115. Incarnations is a seriously cool read. The idea that all of the “Immortals” that we all know are truely just people put into magical roles to fulfil the job is seriouslly cool. Death on a Pale Horse was the best of them, followed by Wielding a Red Sword…

  116. Incarnations is a seriously cool read. The idea that all of the “Immortals” that we all know are truely just people put into magical roles to fulfil the job is seriouslly cool. Death on a Pale Horse was the best of them, followed by Wielding a Red Sword…

  117. Incarnations is a seriously cool read. The idea that all of the “Immortals” that we all know are truely just people put into magical roles to fulfil the job is seriouslly cool. Death on a Pale Horse was the best of them, followed by Wielding a Red Sword…

  118. Incarnations is a seriously cool read. The idea that all of the “Immortals” that we all know are truely just people put into magical roles to fulfil the job is seriouslly cool. Death on a Pale Horse was the best of them, followed by Wielding a Red Sword…

  119. Incarnations is a seriously cool read. The idea that all of the “Immortals” that we all know are truely just people put into magical roles to fulfil the job is seriouslly cool. Death on a Pale Horse was the best of them, followed by Wielding a Red Sword…

  120. Incarnations is a seriously cool read. The idea that all of the “Immortals” that we all know are truely just people put into magical roles to fulfil the job is seriouslly cool. Death on a Pale Horse was the best of them, followed by Wielding a Red Sword…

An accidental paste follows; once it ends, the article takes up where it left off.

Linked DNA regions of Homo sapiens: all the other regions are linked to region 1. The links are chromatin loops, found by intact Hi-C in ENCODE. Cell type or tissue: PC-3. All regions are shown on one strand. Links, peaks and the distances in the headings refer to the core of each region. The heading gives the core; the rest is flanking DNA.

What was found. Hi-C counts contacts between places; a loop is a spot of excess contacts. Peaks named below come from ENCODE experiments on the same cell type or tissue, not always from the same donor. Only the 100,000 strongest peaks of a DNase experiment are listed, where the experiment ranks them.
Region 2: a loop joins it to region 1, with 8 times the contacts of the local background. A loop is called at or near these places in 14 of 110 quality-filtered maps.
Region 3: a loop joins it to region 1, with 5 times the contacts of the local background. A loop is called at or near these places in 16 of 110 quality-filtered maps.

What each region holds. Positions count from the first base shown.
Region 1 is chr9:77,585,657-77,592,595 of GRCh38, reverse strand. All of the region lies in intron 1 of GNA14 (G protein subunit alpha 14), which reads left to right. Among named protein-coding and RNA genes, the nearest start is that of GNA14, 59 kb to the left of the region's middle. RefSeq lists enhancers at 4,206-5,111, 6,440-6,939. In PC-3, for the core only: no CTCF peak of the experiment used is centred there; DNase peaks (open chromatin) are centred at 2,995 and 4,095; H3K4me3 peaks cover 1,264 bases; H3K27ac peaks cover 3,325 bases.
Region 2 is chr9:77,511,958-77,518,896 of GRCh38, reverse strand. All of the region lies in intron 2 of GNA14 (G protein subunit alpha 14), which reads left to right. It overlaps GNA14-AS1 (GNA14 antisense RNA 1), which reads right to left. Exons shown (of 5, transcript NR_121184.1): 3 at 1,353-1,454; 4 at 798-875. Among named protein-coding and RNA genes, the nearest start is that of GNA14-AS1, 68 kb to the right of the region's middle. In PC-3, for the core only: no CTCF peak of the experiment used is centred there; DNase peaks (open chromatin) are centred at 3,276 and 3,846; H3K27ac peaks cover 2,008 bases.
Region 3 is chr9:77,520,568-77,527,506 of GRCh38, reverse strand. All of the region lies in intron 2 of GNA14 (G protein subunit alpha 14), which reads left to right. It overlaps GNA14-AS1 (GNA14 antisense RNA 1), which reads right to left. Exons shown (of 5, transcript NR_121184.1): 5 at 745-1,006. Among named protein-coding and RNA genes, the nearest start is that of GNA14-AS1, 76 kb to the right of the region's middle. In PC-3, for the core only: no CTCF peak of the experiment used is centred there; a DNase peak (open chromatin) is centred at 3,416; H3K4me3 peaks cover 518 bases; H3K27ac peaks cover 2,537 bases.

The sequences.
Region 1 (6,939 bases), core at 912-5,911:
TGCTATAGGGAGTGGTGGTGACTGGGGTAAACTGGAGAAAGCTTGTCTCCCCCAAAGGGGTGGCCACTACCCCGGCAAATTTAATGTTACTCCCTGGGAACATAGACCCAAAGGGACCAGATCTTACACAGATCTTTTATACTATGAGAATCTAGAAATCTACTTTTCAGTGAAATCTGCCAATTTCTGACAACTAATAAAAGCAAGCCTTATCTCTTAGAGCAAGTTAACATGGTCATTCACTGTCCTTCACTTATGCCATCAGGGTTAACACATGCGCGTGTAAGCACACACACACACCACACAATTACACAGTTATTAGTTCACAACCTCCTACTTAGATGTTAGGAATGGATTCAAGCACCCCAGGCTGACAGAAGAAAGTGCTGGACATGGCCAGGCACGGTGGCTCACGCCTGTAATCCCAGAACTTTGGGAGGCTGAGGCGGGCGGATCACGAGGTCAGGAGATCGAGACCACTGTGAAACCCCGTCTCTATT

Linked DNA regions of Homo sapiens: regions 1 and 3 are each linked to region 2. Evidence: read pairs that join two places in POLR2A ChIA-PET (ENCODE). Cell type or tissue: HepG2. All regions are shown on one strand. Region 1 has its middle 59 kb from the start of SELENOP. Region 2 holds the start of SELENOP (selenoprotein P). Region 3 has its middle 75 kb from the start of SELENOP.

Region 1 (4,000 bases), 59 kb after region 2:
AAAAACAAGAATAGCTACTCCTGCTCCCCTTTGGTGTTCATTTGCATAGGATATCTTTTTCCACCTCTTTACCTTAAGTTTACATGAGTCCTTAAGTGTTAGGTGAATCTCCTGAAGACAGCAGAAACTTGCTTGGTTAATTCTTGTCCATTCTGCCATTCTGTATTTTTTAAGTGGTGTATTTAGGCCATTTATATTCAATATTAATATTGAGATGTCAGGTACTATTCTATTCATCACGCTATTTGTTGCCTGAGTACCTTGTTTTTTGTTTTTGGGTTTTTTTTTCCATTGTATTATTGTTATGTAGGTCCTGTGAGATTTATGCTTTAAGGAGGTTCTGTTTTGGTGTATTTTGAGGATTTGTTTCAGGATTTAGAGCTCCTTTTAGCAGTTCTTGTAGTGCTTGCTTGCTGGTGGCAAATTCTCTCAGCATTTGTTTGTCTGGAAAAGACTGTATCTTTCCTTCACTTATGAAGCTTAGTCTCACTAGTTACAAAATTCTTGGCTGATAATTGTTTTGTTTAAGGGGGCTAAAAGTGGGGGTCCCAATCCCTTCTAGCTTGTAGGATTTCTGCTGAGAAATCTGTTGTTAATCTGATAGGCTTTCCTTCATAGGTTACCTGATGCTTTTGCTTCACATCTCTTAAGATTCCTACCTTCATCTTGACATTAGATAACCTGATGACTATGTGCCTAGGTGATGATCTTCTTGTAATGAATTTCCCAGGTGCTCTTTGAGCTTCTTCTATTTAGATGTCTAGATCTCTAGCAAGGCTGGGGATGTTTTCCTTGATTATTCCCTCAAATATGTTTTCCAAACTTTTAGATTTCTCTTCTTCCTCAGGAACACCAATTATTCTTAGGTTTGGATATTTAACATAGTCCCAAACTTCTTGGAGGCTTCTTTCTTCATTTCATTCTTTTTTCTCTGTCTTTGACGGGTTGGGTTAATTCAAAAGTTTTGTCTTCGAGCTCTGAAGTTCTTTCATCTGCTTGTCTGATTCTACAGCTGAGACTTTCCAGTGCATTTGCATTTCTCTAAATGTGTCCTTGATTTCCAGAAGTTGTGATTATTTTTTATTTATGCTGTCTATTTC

121. Incarnations is a seriously cool read. The idea that all of the “Immortals” that we all know are truely just people put into magical roles to fulfil the job is seriouslly cool. Death on a Pale Horse was the best of them, followed by Wielding a Red Sword…

  122. Incarnations is a seriously cool read. The idea that all of the “Immortals” that we all know are truely just people put into magical roles to fulfil the job is seriouslly cool. Death on a Pale Horse was the best of them, followed by Wielding a Red Sword…

  123. Incarnations is a seriously cool read. The idea that all of the “Immortals” that we all know are truely just people put into magical roles to fulfil the job is seriouslly cool. Death on a Pale Horse was the best of them, followed by Wielding a Red Sword…

  124. Incarnations is a seriously cool read. The idea that all of the “Immortals” that we all know are truely just people put into magical roles to fulfil the job is seriouslly cool. Death on a Pale Horse was the best of them, followed by Wielding a Red Sword…